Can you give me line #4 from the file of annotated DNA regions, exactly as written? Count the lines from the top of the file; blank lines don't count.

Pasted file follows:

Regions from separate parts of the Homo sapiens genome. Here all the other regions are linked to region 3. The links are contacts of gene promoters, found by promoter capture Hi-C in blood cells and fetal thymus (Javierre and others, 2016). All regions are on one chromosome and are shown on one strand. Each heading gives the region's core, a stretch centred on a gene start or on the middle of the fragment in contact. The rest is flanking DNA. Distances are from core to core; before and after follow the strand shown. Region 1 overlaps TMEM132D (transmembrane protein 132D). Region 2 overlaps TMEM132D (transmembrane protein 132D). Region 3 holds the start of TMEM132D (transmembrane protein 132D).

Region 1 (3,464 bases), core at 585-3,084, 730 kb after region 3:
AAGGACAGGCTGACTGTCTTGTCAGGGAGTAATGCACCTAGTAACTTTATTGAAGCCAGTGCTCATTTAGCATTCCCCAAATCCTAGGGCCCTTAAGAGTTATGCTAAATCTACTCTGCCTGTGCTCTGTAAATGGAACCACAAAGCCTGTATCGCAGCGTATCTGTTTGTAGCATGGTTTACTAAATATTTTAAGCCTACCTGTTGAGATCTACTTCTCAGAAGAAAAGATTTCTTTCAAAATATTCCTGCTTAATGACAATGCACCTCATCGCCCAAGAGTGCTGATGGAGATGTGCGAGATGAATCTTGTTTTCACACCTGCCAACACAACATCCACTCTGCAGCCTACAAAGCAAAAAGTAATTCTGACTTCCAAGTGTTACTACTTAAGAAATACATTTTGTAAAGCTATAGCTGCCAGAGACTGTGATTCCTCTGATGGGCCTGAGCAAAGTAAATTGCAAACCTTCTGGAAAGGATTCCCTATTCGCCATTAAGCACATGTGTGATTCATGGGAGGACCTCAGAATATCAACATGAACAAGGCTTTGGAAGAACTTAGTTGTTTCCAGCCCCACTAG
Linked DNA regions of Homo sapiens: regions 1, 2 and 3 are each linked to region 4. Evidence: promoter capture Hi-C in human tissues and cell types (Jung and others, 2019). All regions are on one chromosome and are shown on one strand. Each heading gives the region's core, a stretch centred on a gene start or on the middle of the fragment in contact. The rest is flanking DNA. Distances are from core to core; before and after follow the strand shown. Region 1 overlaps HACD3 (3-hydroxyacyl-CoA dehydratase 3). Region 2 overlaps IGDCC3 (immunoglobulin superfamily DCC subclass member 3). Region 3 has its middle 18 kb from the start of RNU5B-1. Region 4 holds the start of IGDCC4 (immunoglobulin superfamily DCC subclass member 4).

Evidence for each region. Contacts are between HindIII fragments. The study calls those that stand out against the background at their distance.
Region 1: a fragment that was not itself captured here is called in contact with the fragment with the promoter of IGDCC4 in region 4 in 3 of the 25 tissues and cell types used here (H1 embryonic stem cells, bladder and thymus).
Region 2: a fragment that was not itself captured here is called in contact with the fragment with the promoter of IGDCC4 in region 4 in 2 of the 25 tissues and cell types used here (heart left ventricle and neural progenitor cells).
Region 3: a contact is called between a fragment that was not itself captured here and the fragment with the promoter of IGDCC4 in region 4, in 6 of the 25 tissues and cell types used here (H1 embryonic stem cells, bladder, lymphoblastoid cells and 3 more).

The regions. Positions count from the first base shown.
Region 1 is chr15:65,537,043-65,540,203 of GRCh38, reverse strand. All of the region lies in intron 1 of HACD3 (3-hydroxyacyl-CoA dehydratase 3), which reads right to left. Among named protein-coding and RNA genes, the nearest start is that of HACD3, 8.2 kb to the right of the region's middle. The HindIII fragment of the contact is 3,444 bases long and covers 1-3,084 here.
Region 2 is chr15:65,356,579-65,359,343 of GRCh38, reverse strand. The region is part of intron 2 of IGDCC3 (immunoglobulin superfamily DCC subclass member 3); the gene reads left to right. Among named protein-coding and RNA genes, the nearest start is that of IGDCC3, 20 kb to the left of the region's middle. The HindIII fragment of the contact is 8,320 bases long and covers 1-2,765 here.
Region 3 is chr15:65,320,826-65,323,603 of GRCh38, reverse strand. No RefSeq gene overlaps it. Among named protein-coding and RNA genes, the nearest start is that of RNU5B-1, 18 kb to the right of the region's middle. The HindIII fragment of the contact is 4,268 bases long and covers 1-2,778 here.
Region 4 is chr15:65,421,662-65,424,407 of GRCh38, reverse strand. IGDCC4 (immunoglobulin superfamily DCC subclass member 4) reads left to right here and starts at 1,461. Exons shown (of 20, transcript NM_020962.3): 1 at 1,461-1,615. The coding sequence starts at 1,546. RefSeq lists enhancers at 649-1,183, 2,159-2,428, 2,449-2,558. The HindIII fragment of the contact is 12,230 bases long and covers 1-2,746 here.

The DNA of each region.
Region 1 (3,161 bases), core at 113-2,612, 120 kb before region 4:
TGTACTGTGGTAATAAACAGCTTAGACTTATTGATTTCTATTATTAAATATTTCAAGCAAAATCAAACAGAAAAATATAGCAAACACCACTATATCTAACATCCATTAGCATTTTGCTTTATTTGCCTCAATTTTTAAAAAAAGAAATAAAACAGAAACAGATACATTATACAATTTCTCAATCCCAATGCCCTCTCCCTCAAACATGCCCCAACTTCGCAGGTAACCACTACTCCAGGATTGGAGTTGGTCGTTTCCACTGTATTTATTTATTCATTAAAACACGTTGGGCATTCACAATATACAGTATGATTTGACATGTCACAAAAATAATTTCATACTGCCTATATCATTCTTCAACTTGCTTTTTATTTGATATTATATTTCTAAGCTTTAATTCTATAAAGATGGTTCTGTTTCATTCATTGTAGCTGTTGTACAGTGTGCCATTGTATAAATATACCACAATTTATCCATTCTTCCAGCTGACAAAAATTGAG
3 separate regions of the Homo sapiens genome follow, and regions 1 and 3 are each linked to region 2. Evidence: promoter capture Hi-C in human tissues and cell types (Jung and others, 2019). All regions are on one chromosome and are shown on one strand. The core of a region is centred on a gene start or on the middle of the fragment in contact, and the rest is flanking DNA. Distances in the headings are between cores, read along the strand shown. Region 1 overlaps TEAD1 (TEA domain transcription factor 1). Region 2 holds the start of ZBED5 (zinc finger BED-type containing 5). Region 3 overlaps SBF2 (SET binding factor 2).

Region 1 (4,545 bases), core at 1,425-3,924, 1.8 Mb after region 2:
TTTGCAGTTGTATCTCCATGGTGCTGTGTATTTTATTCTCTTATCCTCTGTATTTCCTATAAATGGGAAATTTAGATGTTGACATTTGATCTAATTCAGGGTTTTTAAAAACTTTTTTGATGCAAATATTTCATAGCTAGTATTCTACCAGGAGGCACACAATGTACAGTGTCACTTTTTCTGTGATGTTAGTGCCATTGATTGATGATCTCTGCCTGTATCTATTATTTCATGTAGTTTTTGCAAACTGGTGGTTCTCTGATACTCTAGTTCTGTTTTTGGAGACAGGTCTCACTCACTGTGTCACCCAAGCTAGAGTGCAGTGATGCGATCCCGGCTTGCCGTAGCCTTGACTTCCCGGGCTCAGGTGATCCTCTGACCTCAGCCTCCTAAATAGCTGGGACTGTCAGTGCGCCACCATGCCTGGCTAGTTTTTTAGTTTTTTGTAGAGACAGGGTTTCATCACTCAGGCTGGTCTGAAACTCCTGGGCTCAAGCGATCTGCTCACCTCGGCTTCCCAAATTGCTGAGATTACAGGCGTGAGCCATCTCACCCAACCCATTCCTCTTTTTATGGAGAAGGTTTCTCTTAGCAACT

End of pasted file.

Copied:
Linked DNA regions of Homo sapiens: regions 1, 2 and 3 are each linked to region 4. Evidence: promoter capture Hi-C in human tissues and cell types (Jung and others, 2019). All regions are on one chromosome and are shown on one strand. Each heading gives the region's core, a stretch centred on a gene start or on the middle of the fragment in contact. The rest is flanking DNA. Distances are from core to core; before and after follow the strand shown. Region 1 overlaps HACD3 (3-hydroxyacyl-CoA dehydratase 3). Region 2 overlaps IGDCC3 (immunoglobulin superfamily DCC subclass member 3). Region 3 has its middle 18 kb from the start of RNU5B-1. Region 4 holds the start of IGDCC4 (immunoglobulin superfamily DCC subclass member 4).